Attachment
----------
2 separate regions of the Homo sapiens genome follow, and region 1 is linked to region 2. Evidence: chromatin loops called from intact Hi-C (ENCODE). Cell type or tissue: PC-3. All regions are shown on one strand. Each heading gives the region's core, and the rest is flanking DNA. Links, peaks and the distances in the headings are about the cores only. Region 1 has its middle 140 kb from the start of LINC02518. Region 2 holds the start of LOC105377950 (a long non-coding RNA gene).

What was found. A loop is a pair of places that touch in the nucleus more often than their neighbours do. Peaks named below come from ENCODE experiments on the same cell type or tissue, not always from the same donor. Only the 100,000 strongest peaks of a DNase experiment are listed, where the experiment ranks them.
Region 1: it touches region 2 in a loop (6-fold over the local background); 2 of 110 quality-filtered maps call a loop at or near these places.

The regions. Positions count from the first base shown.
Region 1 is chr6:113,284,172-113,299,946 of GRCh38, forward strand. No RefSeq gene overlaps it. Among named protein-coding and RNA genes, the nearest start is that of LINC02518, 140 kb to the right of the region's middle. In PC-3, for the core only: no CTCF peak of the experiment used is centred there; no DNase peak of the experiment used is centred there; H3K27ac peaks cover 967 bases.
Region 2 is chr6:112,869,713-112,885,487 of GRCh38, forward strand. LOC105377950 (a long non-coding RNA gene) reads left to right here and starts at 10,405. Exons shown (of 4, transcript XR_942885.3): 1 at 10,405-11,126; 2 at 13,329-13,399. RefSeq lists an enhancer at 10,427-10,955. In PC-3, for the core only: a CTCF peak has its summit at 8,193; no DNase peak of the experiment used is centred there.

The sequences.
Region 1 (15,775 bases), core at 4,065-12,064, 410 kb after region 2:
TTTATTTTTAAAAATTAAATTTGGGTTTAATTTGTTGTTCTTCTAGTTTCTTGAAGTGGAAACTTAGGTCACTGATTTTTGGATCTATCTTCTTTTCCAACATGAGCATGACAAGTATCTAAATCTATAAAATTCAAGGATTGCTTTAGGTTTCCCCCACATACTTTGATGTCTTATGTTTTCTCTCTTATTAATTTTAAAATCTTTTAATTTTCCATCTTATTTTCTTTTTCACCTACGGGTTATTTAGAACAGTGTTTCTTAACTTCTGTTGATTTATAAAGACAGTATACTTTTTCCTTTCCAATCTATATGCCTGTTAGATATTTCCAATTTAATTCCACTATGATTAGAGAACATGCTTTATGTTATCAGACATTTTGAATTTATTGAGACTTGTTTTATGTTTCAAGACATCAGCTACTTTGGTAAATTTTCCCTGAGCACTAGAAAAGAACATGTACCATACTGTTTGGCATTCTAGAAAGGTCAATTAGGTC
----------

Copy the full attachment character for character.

2 separate regions of the Homo sapiens genome follow, and region 1 is linked to region 2. Evidence: chromatin loops called from intact Hi-C (ENCODE). Cell type or tissue: PC-3. All regions are shown on one strand. Each heading gives the region's core, and the rest is flanking DNA. Links, peaks and the distances in the headings are about the cores only. Region 1 has its middle 140 kb from the start of LINC02518. Region 2 holds the start of LOC105377950 (a long non-coding RNA gene).

What was found. A loop is a pair of places that touch in the nucleus more often than their neighbours do. Peaks named below come from ENCODE experiments on the same cell type or tissue, not always from the same donor. Only the 100,000 strongest peaks of a DNase experiment are listed, where the experiment ranks them.
Region 1: it touches region 2 in a loop (6-fold over the local background); 2 of 110 quality-filtered maps call a loop at or near these places.

The regions. Positions count from the first base shown.
Region 1 is chr6:113,284,172-113,299,946 of GRCh38, forward strand. No RefSeq gene overlaps it. Among named protein-coding and RNA genes, the nearest start is that of LINC02518, 140 kb to the right of the region's middle. In PC-3, for the core only: no CTCF peak of the experiment used is centred there; no DNase peak of the experiment used is centred there; H3K27ac peaks cover 967 bases.
Region 2 is chr6:112,869,713-112,885,487 of GRCh38, forward strand. LOC105377950 (a long non-coding RNA gene) reads left to right here and starts at 10,405. Exons shown (of 4, transcript XR_942885.3): 1 at 10,405-11,126; 2 at 13,329-13,399. RefSeq lists an enhancer at 10,427-10,955. In PC-3, for the core only: a CTCF peak has its summit at 8,193; no DNase peak of the experiment used is centred there.

The sequences.
Region 1 (15,775 bases), core at 4,065-12,064, 410 kb after region 2:
TTTATTTTTAAAAATTAAATTTGGGTTTAATTTGTTGTTCTTCTAGTTTCTTGAAGTGGAAACTTAGGTCACTGATTTTTGGATCTATCTTCTTTTCCAACATGAGCATGACAAGTATCTAAATCTATAAAATTCAAGGATTGCTTTAGGTTTCCCCCACATACTTTGATGTCTTATGTTTTCTCTCTTATTAATTTTAAAATCTTTTAATTTTCCATCTTATTTTCTTTTTCACCTACGGGTTATTTAGAACAGTGTTTCTTAACTTCTGTTGATTTATAAAGACAGTATACTTTTTCCTTTCCAATCTATATGCCTGTTAGATATTTCCAATTTAATTCCACTATGATTAGAGAACATGCTTTATGTTATCAGACATTTTGAATTTATTGAGACTTGTTTTATGTTTCAAGACATCAGCTACTTTGGTAAATTTTCCCTGAGCACTAGAAAAGAACATGTACCATACTGTTTGGCATTCTAGAAAGGTCAATTAGGTC